COVID-19 exposes big gaps in Rappahannock connectivity
By Sara Schonhardt — For Foothills Forum
Having internet access at her home in Woodville was never a big deal for 17-year-old Rappahannock County senior Kayla Compton. But that was before her classes moved entirely online and she and her two siblings had to take turns doing assignments since their satellite connection was too weak to support them all at the same time.
“Anything that I had to do online, I got it done while I was at school,” said Compton, who left reading or paper assignments for home. Now, “I can’t do anything without having the internet. I can’t get a hold of anybody, I can’t do any of my coursework.”
The coronavirus pandemic has exposed long standing weaknesses in Rappahannock’s internet access, with more people trying to work from home and students attempting distance learning.
It’s impacted everything from the way people worship — many church services have moved to video conferencing platforms like Zoom — to the way they receive healthcare.
That’s true of rural communities across the country, with the pandemic laying bare the deep digital divide that exists between urban and rural areas. It has also drawn renewed attention to the problem and could boost efforts to improve connectivity.
On Monday, Rappahannock’s Board of Supervisors unanimously agreed to partner with Rappahannock Electric Cooperative (REC) to help bring fiber optic broadband to residents and county businesses.
The county’s broadband committee has spent the past two years unsuccessfully trying to find a partner to take the lead on expanding fiber connectivity, said Wakefield District Supervisor Debbie Donehey, a business owner and chair of the committee established in 2016 by the BOS to explore solutions to Rappahannock’s connectivity challenges.
REC’s Fiber Utility Network launched last December was aimed at connecting its offices, substations and towers to an 800-mile fiber network currently being installed (REC provides electric service to portions of 22 Virginia counties, including Rappahannock). It didn’t plan to extend fiber to households since doing so isn’t cheap and the small population it would serve in Rappahannock doesn’t justify costs.
But in a March 11 letter to County Administrator Garrey Curry, REC said it is now looking to identify funding sources as well as third-party service providers that could help it bring broadband to county homes and businesses.
“If we could make this work, I think it is the partner we’ve been searching for and this is the time that we need to jump on this,” said Donehey.
Strains on the system
Almost immediately after schools and businesses moved to telework, the phone at Piedmont Broadband’s office in Amissville started ringing off the hook.
“We were getting 20 requests for installs per day, where on a typical day I’m getting somewhere between three, four or five,” said office manager Jess Settle. The requests have died down a bit, but there is currently a waiting list of about a week for new installations.
Such heavy demand has put a strain on providers and existing infrastructure in a way many weren’t prepared to handle.
Piedmont, for example, puts its equipment up in trees rather than on towers, making it easier and cheaper to provide service. It’s network, however, was initially built for 200-300 customers, not the more than 500 customers it has currently.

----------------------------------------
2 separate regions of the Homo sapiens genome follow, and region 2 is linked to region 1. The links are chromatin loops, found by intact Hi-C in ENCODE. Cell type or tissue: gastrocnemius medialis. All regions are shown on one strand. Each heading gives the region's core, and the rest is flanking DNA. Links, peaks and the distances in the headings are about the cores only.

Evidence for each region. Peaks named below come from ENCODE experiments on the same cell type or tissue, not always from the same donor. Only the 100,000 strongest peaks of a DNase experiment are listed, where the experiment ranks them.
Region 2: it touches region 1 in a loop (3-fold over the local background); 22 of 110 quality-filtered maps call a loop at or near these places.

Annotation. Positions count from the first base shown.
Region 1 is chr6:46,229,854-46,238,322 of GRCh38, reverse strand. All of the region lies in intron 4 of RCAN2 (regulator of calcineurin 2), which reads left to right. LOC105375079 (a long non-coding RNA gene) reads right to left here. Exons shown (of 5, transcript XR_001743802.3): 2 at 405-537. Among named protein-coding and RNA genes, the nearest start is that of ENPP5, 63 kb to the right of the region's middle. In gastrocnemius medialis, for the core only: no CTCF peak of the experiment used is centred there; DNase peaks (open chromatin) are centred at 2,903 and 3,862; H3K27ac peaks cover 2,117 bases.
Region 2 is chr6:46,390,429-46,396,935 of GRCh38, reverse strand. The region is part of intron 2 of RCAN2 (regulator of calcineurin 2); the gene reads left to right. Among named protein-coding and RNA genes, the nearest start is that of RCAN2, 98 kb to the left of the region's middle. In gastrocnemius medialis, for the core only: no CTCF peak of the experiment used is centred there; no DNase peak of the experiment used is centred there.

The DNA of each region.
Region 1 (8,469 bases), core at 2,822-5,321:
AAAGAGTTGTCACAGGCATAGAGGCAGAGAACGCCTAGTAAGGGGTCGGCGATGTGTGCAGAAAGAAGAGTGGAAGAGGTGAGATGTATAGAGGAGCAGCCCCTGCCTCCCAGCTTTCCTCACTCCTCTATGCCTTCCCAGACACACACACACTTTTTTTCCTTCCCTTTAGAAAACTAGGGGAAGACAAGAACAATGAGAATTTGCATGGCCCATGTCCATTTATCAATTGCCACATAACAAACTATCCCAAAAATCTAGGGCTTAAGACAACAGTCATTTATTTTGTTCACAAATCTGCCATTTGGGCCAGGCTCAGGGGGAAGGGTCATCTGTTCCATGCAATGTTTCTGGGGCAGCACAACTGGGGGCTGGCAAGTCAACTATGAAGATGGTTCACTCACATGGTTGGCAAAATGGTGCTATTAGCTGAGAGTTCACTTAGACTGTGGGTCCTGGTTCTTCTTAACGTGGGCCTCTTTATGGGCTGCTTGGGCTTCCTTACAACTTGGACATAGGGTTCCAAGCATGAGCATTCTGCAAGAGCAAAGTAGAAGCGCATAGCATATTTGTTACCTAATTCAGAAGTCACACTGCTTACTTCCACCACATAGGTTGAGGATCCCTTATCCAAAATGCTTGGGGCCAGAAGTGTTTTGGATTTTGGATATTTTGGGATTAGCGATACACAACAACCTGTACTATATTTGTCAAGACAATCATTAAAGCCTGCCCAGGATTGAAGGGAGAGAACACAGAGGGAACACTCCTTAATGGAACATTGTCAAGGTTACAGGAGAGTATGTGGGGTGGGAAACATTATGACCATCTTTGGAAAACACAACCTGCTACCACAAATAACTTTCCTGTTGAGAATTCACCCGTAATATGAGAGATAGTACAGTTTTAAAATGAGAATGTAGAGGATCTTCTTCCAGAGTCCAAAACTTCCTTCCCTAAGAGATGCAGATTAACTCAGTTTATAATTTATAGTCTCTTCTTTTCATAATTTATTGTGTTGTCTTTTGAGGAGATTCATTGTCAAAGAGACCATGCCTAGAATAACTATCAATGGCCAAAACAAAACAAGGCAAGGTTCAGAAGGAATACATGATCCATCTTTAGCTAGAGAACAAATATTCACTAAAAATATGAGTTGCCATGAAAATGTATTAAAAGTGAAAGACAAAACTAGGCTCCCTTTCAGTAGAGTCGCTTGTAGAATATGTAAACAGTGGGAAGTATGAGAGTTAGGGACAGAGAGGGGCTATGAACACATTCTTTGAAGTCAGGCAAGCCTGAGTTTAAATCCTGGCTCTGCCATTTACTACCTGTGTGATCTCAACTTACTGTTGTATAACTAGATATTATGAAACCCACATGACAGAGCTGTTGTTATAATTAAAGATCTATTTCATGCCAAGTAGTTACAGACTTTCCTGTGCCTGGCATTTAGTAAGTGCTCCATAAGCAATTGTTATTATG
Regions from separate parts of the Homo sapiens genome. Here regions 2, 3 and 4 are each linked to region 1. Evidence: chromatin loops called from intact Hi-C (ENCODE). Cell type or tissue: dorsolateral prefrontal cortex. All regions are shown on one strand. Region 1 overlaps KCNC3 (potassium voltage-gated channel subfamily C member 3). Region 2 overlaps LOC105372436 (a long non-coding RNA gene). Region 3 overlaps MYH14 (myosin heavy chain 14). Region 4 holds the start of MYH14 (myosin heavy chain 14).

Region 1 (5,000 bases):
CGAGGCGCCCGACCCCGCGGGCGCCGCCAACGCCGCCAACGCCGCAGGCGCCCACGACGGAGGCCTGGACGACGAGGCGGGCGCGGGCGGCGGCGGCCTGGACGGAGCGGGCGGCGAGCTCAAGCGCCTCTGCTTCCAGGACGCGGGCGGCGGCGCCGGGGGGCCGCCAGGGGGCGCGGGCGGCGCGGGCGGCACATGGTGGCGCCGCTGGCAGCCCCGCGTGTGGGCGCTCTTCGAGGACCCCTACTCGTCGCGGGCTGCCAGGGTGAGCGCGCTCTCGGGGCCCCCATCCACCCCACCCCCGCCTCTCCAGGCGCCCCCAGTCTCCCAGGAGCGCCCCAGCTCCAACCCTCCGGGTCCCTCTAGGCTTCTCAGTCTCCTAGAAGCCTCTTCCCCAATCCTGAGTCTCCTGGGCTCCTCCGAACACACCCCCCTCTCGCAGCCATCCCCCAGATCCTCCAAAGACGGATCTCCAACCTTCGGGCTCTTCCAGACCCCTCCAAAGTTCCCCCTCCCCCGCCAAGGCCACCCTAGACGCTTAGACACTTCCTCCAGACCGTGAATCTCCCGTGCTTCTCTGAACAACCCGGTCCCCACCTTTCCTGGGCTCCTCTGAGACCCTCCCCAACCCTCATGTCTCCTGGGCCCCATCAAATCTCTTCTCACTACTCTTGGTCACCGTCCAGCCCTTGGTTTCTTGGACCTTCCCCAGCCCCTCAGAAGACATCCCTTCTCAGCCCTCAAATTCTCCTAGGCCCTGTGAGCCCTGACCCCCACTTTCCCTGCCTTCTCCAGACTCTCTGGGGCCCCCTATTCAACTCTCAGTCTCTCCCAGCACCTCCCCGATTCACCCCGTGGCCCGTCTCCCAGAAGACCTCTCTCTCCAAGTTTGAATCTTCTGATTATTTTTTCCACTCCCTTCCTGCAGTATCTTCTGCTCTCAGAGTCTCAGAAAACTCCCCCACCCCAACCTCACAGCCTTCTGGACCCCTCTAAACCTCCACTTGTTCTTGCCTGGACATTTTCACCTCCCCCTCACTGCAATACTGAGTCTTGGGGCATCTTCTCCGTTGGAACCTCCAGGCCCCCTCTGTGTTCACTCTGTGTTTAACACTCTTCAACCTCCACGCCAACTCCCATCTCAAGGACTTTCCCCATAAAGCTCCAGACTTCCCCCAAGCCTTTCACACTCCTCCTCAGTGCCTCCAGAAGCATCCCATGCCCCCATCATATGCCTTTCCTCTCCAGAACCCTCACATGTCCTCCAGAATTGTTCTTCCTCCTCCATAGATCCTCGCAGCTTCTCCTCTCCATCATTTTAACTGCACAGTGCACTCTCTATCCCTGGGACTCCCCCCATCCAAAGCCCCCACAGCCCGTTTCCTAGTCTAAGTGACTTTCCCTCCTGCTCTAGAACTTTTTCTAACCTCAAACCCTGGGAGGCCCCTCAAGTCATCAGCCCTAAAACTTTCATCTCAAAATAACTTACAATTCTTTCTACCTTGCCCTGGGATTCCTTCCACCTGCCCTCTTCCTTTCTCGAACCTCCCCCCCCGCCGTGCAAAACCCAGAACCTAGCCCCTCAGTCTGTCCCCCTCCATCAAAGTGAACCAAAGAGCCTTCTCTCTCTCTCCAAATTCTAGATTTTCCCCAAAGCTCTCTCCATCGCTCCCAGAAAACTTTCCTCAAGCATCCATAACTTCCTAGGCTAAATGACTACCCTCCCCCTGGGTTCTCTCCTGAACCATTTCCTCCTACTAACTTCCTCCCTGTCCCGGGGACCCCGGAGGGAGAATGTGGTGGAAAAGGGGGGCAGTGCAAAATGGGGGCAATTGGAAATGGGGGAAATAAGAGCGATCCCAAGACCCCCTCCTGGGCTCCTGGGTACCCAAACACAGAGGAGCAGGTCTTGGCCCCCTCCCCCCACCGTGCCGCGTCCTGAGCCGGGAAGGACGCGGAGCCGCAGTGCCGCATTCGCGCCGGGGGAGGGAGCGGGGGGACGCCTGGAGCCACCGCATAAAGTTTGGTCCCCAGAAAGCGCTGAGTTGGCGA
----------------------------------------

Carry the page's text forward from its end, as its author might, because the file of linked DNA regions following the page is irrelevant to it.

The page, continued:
Settle said it’s important that they take a step back and get their infrastructure to where it needs to be. But with demands for service still coming in strong they just haven’t had the time.
There are also structural limits. Satellite systems can be painfully slow and often don’t work during heavy rain or storms. Trees and hills can prevent homes from being able to access a connection from a tower if it’s not within sight.
“The challenge is we’re trying to operate in a way that doesn’t degrade the viewshed,” said Matt Shoemaker, technical director at Piedmont Broadband. “It’s a Catch-22. Everybody wants modern technology but they don’t want to ruin the viewshed, so you have to try to accommodate both.”
Piedmont is looking at putting up small, camouflaged towers that would blend into the hills, and they’re in the final stages of putting their equipment on the tower near Sperryville.
Settle also indicated Tuesday that the company could be a possible partner for REC.
“We’re definitely interested in speaking with them and seeing if we can be of any assistance,” she said.
Some of the constraints providers like Piedmont are facing have been exacerbated by additional demands from weekend residents living full time in the county during the health crisis. That means the network is trying to meet demand typical of evenings and weekends around the clock.
There are also concerns that residents who’ve lost jobs or been furloughed by the pandemic might struggle to pay their monthly bills the longer the situation drags on. Settle said Piedmont received a Small Business Administration loan that will provide a cushion to handle requests to delay payments rather than having to cut off people’s internet.
Just after the state imposed distance learning in mid-March, Rappahannock County Public Schools sent around a survey to assess student needs. It found that half of its roughly 750 students were in need of a laptop or tablet and a third of those requesting devices reported having limited or no internet access.